B.C. Labour Minister Harry Bains. (Hansard TV)

B.C. Labour Minister Harry Bains. (Hansard TV)

B.C. NDP changing WorkSafeBC regulations to respond to COVID-19

Employers say reclassifying coronavirus could be ‘ruinous’

The B.C. government is pushing ahead with changes to increase insurable earnings under WorkSafeBC rules, and to give the insurer the ability to accept COVID-19 and other viral ailments as work-related without the current 90-day waiting period and investigation.

Labour Minister Harry Bains introduced amendments in the B.C. legislature July 14, emphasizing an increase in maximum disability benefits from $87,000 to $100,000, and authorizing WorkSafeBC to provide preventive medical treatment before a claim is accepted.

Changes to the Workers Compensation Act would also affect the rules for COVID-19 and other viral illness claims, which WorkSafeBC is already reviewing by the hundreds. Between 50 and 60 per cent of those claims are being accepted, Bains said.

A labour ministry statement on the changes puts it this way: “The legislation will fast-track the effective date of presumptions if established by WorkSafeBC board of directors for occupational diseases caused by viral pathogens. The presumption would simplify the process for workers who make a workers’ compensation claim if they contract viruses on the job. This would ensure that people who are at higher risk of contracting COVID-19 at work are able to access benefits more quickly.”

Employers have strongly opposed the change in “presumptions” that a coronavirus infection came from exposure at work. In a submission to WorkSafeBC, the Employers’ Forum argues that a better remedy is the national sick pay program proposed by Premier John Horgan and other premiers to deal with work lost due to pandemic rules and effects.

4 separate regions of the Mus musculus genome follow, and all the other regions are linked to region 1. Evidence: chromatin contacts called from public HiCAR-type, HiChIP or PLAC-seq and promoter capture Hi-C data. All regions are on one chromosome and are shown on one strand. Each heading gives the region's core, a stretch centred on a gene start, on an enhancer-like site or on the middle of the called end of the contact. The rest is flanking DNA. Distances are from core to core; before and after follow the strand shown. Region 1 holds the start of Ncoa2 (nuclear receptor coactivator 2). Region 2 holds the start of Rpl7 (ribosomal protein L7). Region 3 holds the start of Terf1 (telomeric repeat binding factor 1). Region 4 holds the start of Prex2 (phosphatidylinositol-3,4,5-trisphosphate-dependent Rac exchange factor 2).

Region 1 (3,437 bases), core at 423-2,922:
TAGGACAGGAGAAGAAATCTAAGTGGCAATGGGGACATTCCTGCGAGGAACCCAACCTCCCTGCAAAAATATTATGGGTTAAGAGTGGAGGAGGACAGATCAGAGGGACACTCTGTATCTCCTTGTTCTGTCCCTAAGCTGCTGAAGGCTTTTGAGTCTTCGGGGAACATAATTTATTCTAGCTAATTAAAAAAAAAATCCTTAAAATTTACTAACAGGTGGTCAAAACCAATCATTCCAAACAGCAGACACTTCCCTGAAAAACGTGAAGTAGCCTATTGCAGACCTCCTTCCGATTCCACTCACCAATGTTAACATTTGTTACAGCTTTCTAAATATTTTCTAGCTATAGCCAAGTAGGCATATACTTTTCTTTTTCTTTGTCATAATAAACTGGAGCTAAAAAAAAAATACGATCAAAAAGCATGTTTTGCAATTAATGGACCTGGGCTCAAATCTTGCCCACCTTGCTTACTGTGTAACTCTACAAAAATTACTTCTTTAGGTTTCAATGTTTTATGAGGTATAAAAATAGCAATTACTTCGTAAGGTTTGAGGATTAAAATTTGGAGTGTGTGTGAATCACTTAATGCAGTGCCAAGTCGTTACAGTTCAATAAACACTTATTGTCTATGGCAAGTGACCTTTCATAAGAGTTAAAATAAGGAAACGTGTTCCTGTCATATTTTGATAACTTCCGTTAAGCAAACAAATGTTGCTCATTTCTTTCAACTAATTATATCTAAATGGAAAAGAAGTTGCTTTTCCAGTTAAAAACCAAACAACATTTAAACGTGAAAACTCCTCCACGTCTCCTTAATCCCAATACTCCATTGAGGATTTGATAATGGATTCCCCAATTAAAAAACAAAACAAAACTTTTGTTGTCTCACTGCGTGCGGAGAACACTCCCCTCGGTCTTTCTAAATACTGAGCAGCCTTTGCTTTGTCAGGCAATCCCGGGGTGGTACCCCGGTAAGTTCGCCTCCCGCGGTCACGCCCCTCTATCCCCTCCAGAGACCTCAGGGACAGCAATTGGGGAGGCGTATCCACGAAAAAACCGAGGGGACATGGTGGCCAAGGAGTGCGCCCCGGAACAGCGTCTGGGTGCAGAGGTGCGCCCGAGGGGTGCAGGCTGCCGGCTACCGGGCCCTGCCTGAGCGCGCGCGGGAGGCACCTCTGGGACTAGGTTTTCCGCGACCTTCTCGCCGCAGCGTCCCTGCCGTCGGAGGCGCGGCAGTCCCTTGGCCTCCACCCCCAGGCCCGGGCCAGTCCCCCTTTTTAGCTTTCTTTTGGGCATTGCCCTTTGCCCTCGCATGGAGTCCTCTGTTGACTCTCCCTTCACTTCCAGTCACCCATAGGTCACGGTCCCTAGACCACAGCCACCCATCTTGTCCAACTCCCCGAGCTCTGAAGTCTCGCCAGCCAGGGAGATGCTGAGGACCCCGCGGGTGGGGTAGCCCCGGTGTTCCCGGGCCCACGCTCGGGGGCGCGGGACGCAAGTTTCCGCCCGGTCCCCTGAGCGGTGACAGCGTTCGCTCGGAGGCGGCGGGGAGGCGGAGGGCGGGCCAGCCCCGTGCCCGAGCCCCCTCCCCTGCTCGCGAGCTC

“Insufficient scientific information and the nature of this pandemic means the workers’ compensation system can only effectively address claims on a case-by-case basis, much as public health officials are currently doing win the contact tracing process,” the organization representing large and small employers said in its submission. “This pandemic – like all pandemics – is a public health crisis, not a workplace health crisis.

2019: Employer group drops out of WorkSafeBC review in protest

2017: B.C. Liberals promise to cap WorkSafeBC surplus premiums

“Embedding public health costs in WorkSafeBC premiums could be ruinous for businesses who are unable to absorb any further fixed or variable cost increases because of the ongoing fallout from COVID-19, and could undermine the long-term financial stability of WorkSafeBC.”

Bains said the increase in insurable earnings represents a cost to employers, who fund the no-fault compensation system through payroll assessments. The government’s planned changes allow for “stability in premiums” for this year and the next two, Bains said.


@tomfletcherbc
tfletcher@blackpress.ca

Like us on Facebook and follow us on Twitter.

BC legislatureCoronavirus

Get local stories you won't find anywhere else right to your inbox.
Sign up here

Just Posted

A convoy of vehicles passes through Heckman Pass on Highway 20 as cleanup operations continued Saturday. Dawson Road Maintenance is asking motorists to watch for crews and equipment working throughout the area. (Dawson Road Maintenance photo/Facebook)
Highway 20 reopens between Anahim Lake and Bella Coola after winter storm Friday

“We appreciate your patience as we continue to clear wood debris and widen sections of the road.”

Bella Coola RCMP are alerting residents that the road between 4 Mile subdivision and downtown will be closed until at least tomorrow. (File image)
Winter storm closes 4 Mile to downtown road in Bella Coola

Police it will remain closed until Saturday, at least